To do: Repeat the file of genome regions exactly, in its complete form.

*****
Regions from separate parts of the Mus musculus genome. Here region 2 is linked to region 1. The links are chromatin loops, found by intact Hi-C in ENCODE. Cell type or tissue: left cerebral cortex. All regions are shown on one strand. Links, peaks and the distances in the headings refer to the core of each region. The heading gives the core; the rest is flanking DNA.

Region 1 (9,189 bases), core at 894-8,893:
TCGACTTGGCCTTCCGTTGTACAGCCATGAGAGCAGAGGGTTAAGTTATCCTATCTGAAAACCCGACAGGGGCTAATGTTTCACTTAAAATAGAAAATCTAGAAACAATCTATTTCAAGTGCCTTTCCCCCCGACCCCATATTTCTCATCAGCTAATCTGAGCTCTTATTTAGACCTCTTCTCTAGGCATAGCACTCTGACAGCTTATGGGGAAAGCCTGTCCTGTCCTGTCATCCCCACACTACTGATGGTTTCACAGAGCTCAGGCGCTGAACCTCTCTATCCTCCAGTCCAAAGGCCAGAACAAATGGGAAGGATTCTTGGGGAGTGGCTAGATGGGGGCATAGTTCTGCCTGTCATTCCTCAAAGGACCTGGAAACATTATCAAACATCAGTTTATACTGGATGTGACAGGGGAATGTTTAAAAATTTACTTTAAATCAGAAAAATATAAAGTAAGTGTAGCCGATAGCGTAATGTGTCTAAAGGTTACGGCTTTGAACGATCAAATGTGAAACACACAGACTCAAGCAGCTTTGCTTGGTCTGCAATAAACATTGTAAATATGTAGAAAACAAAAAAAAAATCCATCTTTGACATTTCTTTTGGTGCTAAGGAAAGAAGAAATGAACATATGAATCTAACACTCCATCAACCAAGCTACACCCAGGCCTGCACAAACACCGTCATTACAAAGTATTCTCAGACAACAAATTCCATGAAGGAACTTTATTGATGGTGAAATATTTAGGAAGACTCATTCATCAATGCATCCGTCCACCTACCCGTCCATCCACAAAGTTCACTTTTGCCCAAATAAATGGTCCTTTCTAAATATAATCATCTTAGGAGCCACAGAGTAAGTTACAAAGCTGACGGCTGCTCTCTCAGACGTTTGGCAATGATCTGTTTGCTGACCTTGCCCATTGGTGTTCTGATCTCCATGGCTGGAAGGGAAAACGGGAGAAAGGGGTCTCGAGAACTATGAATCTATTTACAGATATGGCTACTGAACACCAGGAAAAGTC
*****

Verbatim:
Regions from separate parts of the Mus musculus genome. Here region 2 is linked to region 1. The links are chromatin loops, found by intact Hi-C in ENCODE. Cell type or tissue: left cerebral cortex. All regions are shown on one strand. Links, peaks and the distances in the headings refer to the core of each region. The heading gives the core; the rest is flanking DNA.

Region 1 (9,189 bases), core at 894-8,893:
TCGACTTGGCCTTCCGTTGTACAGCCATGAGAGCAGAGGGTTAAGTTATCCTATCTGAAAACCCGACAGGGGCTAATGTTTCACTTAAAATAGAAAATCTAGAAACAATCTATTTCAAGTGCCTTTCCCCCCGACCCCATATTTCTCATCAGCTAATCTGAGCTCTTATTTAGACCTCTTCTCTAGGCATAGCACTCTGACAGCTTATGGGGAAAGCCTGTCCTGTCCTGTCATCCCCACACTACTGATGGTTTCACAGAGCTCAGGCGCTGAACCTCTCTATCCTCCAGTCCAAAGGCCAGAACAAATGGGAAGGATTCTTGGGGAGTGGCTAGATGGGGGCATAGTTCTGCCTGTCATTCCTCAAAGGACCTGGAAACATTATCAAACATCAGTTTATACTGGATGTGACAGGGGAATGTTTAAAAATTTACTTTAAATCAGAAAAATATAAAGTAAGTGTAGCCGATAGCGTAATGTGTCTAAAGGTTACGGCTTTGAACGATCAAATGTGAAACACACAGACTCAAGCAGCTTTGCTTGGTCTGCAATAAACATTGTAAATATGTAGAAAACAAAAAAAAAATCCATCTTTGACATTTCTTTTGGTGCTAAGGAAAGAAGAAATGAACATATGAATCTAACACTCCATCAACCAAGCTACACCCAGGCCTGCACAAACACCGTCATTACAAAGTATTCTCAGACAACAAATTCCATGAAGGAACTTTATTGATGGTGAAATATTTAGGAAGACTCATTCATCAATGCATCCGTCCACCTACCCGTCCATCCACAAAGTTCACTTTTGCCCAAATAAATGGTCCTTTCTAAATATAATCATCTTAGGAGCCACAGAGTAAGTTACAAAGCTGACGGCTGCTCTCTCAGACGTTTGGCAATGATCTGTTTGCTGACCTTGCCCATTGGTGTTCTGATCTCCATGGCTGGAAGGGAAAACGGGAGAAAGGGGTCTCGAGAACTATGAATCTATTTACAGATATGGCTACTGAACACCAGGAAAAGTC